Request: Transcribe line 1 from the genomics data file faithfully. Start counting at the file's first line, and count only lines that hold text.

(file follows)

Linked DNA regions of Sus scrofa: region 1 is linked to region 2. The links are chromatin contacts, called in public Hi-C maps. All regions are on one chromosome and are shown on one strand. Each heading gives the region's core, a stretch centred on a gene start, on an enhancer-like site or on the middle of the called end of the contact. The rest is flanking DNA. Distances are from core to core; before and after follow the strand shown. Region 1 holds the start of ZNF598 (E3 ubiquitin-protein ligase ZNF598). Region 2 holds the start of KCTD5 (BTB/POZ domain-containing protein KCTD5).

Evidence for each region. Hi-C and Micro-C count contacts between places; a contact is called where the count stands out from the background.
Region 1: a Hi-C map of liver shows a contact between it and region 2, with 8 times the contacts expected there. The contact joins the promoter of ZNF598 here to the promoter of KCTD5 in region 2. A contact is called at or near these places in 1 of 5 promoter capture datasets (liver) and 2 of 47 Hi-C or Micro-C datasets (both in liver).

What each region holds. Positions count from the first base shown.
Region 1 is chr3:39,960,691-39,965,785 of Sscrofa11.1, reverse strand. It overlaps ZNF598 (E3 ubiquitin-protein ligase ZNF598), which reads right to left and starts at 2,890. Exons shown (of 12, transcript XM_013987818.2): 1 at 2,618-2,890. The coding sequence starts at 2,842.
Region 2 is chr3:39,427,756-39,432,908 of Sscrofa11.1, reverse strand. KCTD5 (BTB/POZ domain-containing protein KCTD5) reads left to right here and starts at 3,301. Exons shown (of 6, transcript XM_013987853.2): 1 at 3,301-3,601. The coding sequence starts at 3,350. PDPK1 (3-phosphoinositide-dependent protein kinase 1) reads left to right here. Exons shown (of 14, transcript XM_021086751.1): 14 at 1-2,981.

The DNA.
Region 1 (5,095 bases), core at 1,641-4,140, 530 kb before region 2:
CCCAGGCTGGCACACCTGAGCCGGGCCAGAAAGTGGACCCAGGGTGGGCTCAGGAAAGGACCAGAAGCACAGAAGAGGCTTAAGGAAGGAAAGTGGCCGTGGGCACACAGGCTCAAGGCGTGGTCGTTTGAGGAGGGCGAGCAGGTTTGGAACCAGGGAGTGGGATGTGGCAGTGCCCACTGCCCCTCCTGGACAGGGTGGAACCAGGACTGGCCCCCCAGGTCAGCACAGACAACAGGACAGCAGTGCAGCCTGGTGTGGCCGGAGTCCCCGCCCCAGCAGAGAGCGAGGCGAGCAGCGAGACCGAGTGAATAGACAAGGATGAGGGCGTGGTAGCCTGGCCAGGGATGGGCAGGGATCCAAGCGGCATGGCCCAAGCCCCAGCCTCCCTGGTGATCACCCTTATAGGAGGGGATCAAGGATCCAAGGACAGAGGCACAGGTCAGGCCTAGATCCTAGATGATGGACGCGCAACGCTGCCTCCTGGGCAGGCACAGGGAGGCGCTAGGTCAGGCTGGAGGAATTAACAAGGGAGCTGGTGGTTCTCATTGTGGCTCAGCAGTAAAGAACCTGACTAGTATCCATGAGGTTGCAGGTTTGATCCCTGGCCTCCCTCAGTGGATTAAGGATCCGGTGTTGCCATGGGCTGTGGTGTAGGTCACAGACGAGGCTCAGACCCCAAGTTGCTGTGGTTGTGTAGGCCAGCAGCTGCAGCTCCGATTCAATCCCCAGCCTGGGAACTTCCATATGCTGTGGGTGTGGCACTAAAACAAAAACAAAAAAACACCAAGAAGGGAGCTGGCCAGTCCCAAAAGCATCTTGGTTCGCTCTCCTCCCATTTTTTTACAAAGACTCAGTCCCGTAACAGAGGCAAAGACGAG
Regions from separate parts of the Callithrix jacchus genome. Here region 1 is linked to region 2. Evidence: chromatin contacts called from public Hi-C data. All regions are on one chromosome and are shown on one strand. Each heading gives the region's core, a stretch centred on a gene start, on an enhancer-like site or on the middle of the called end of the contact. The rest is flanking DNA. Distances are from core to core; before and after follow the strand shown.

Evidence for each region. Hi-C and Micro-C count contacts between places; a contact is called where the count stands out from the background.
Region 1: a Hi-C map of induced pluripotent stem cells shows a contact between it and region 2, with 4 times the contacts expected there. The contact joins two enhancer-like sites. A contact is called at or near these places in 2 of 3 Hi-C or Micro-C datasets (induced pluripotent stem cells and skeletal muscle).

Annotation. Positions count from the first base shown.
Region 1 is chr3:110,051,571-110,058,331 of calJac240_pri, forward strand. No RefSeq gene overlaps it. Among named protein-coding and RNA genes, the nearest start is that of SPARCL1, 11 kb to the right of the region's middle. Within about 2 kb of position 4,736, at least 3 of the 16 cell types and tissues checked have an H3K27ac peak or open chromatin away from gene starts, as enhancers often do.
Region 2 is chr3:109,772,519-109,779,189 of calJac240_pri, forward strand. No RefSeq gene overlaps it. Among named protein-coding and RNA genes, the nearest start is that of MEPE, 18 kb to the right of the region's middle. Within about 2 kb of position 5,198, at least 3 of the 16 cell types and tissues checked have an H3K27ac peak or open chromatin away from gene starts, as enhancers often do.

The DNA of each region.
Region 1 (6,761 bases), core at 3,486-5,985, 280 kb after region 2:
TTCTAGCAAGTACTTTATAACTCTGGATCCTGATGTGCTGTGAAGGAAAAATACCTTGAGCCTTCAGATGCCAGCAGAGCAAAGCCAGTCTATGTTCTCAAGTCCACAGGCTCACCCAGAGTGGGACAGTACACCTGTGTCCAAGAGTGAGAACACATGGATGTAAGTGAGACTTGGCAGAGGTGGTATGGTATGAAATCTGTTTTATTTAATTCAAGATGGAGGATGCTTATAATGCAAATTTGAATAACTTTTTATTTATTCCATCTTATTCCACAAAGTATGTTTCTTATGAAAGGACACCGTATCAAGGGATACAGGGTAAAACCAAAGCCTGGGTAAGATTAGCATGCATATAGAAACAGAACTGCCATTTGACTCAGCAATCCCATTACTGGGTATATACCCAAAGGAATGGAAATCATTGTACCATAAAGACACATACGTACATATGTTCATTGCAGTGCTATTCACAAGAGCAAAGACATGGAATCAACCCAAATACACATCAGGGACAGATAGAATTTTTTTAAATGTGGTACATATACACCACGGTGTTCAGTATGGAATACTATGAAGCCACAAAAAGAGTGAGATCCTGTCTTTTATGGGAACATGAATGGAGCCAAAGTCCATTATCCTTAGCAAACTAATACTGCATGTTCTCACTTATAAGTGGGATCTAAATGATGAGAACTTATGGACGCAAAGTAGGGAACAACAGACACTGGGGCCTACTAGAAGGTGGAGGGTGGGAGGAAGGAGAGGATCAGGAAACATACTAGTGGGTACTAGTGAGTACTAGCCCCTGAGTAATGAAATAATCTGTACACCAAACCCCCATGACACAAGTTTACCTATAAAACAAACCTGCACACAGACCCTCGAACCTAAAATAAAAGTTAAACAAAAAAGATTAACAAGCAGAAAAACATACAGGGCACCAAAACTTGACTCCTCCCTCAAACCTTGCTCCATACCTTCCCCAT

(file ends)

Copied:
Linked DNA regions of Sus scrofa: region 1 is linked to region 2. The links are chromatin contacts, called in public Hi-C maps. All regions are on one chromosome and are shown on one strand. Each heading gives the region's core, a stretch centred on a gene start, on an enhancer-like site or on the middle of the called end of the contact. The rest is flanking DNA. Distances are from core to core; before and after follow the strand shown. Region 1 holds the start of ZNF598 (E3 ubiquitin-protein ligase ZNF598). Region 2 holds the start of KCTD5 (BTB/POZ domain-containing protein KCTD5).